The story of Mach 30 – Part 3: Mach 30 Is Born

This post is part of a special series celebrating the origins of Mach 30 in recognition of our fifth birthday.  Read the beginning of the story in part 1 and part 2.

Bench Top Satellite from AFIT Coursework

Bench Top Satellite from AFIT Coursework

Thanks to Maureen’s gift of my first Moleskine notebook and many discussions about its content, the central themes of Mach 30 started to come together.  With a clearer vision of what I was proposing as a path to sustainable space exploration, I managed to convince Maureen, Andy, and Bekah to help me make my dream a reality. And the four of us became the first leaders of what was then the Space Council, and would later become Mach 30. At first, not much changed. We met infrequently (quarterly or when someone had an idea to share, and that someone was usually me), but we could not get any traction on how to go from my notebooks and a few meetings to something more concrete.

In the mean time, I applied for the graduate program at the Air Force Institute of Technology (AFIT) and Maureen and I moved to Dayton. Once we got there, I started to feel out the faculty and some local professionals to see how our ideas sounded to members of the aerospace industry (by then, we were already incorporating group work into the ideas of the Space Council). And, unsurprisingly, the results were disappointing. No one who could be considered part of the establishment could wrap their head around the concept of non-profit, open source space exploration. In order to not rock the boat at school too much (I did still need these people to support me long enough to get my masters degree), I became more selective in who I shared these ideas with.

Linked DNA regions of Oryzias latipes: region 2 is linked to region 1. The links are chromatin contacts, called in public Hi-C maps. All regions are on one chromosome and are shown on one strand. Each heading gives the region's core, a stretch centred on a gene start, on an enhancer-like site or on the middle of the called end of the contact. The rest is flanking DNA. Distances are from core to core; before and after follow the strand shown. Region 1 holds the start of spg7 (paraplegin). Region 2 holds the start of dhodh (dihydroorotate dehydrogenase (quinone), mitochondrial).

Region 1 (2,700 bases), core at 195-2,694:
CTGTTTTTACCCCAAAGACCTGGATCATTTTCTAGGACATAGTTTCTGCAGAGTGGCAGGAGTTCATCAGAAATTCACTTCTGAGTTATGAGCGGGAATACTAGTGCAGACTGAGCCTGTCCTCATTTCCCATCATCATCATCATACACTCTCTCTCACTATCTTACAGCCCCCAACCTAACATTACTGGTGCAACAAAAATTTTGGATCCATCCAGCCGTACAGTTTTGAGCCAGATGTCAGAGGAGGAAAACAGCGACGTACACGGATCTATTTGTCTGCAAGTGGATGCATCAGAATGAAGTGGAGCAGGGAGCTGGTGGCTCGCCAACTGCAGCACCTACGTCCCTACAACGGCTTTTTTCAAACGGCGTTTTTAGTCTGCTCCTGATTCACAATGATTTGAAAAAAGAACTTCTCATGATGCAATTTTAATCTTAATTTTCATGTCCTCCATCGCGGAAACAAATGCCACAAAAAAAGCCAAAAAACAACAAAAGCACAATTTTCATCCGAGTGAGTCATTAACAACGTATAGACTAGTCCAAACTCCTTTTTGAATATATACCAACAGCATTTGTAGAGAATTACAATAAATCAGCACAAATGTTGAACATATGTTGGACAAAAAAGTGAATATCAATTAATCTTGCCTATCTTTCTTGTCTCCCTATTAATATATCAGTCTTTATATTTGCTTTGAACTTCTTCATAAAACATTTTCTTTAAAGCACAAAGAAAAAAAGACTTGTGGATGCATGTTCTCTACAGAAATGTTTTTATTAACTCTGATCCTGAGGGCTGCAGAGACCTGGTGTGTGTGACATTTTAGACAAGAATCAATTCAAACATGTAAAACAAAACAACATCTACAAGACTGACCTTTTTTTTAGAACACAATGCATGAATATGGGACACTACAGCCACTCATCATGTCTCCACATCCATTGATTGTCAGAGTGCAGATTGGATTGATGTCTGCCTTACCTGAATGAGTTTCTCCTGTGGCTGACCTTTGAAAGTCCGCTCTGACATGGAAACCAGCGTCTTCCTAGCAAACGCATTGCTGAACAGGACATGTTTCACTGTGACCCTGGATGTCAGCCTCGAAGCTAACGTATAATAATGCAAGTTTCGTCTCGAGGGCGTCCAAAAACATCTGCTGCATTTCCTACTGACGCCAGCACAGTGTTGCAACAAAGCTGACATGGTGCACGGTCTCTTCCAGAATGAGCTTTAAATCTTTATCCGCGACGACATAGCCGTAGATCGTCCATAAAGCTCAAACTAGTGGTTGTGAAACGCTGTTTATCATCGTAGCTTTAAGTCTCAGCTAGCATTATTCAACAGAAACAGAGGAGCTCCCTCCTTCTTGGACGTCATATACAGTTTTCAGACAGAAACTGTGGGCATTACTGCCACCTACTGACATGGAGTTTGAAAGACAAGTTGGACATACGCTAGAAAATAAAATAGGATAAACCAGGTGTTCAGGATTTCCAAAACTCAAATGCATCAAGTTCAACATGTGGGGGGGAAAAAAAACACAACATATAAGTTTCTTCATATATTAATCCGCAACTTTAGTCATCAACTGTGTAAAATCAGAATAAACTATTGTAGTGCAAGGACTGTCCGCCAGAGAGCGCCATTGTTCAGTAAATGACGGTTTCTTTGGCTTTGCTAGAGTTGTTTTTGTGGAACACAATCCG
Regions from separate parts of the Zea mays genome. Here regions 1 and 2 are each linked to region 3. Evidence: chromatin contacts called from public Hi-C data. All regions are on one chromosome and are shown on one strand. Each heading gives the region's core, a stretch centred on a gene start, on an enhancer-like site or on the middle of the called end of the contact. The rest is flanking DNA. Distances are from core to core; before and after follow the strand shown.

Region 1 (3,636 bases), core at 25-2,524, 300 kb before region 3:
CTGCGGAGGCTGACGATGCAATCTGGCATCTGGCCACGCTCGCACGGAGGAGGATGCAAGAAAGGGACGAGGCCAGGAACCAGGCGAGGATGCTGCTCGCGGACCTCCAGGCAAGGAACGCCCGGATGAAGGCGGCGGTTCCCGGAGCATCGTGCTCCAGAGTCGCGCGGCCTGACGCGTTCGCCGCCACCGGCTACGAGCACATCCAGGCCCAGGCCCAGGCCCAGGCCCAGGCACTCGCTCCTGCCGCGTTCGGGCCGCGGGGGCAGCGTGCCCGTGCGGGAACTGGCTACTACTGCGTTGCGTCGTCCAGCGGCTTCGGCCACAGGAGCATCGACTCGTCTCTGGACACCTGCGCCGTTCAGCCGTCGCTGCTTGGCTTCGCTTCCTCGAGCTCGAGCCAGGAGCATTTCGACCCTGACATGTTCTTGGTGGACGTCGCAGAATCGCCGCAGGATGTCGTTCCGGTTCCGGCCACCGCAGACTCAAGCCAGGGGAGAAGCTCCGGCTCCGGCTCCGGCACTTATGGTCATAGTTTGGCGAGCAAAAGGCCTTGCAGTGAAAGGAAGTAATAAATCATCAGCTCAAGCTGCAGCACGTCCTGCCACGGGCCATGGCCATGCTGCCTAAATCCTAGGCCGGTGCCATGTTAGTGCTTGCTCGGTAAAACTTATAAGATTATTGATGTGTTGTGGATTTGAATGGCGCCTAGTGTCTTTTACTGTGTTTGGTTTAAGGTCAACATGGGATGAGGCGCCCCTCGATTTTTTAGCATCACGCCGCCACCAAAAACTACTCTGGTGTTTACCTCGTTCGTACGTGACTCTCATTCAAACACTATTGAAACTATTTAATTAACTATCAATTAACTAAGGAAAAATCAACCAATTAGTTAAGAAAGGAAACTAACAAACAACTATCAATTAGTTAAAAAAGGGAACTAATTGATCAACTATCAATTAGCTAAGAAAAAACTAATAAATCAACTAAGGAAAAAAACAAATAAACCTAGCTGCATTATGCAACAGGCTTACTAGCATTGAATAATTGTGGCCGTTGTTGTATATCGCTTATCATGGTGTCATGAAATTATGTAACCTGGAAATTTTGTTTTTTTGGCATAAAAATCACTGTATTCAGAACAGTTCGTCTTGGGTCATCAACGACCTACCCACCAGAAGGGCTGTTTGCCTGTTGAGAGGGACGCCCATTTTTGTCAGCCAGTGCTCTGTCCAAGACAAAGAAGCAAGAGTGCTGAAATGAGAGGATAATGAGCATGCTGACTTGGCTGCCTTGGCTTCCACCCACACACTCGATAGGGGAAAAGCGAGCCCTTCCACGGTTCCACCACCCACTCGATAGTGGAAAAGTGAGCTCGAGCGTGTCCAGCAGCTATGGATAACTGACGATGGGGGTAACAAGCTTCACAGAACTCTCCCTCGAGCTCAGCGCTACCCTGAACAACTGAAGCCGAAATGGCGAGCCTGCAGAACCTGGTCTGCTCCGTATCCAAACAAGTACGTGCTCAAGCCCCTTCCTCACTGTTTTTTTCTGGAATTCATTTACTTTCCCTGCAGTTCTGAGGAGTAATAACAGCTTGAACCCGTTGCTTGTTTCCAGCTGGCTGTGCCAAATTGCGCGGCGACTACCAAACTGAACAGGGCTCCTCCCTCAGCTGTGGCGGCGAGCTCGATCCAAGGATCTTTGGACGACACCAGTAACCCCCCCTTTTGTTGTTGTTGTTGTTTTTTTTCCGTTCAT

As luck would have it, in the fall of 2008, I took a satellite design class with Greg. This was the first time we met. He was still a Lieutenant and was taking classes at AFIT part time during his first tour in the Air Force. I can still remember the day I first told him about the Space Council. We were working in the labs running a day long thermal vacuum test on a small bench top satellite, and had nothing but time to kill.  Being two geeks obsessed with space exploration, both professionally and personally, it did not take long for us to start talking about what got us interested in space.

Slowly but surely, we crept toward what in some ways could only be considered heretical ideas. NASA and the Air Force were not going to bring us into a spacefaring future in our lifetimes. We both desperately wanted to go into space, and the only way to do so was to build our own space ships. But how could that ever happen?

We needed to think outside the box.

Somewhere during the conversation, I realized Greg was a kindred spirit, and so I started to tell him about the Space Council. In those days it took me a long time to even get that far in a conversation. And I ran out of time before I could get into the whole story. But, Greg was intrigued, so we agreed to meet for lunch later that week. I believe it was over smoothies and sandwiches. And over lunch, I gave him the whole spiel. After nearly and hour, he was asking how he could help, and I invited him to a meeting.

It turns out, Greg was just what we needed. He has a very no nonsense, get things done attitude and almost from day one he pushed for incorporating the organization and applying for 501c3 status. It’s amazing what incorporating and having to actually run an organization will do for encouraging people to get things done. By January 2009 we had become an Ohio not for profit and Mach 30 was born.

J. Simmons wishing Mach 30 a Happy Birthday

J. Simmons wishing Mach 30 a Happy Birthday

So, now we are five years in, and I couldn’t be more thrilled at our progress and our future.  We have a website dedicated to hosting open source hardware projects, a strong and very active task force to address export controls, and two very exciting open source spaceflight hardware projects (Shepard Test Stand & Ground Sphere Ground Station).  And later this year we will be inviting our volunteers and supporters to join us for a multi-day planning and celebration event we are calling Apogee (stay tuned for details).  Here’s to another five years and more!  Many, many thanks to all of those who have helped get us to where we are today and to those who are helping build the future of Mach 30.

You too can help build the future of Mach 30.  Show your support for open source spaceflight by joining the Catalyst Club and then helping spread the word about Mach 30 and its programs on social media and at your local makerspace/school/scouting troop.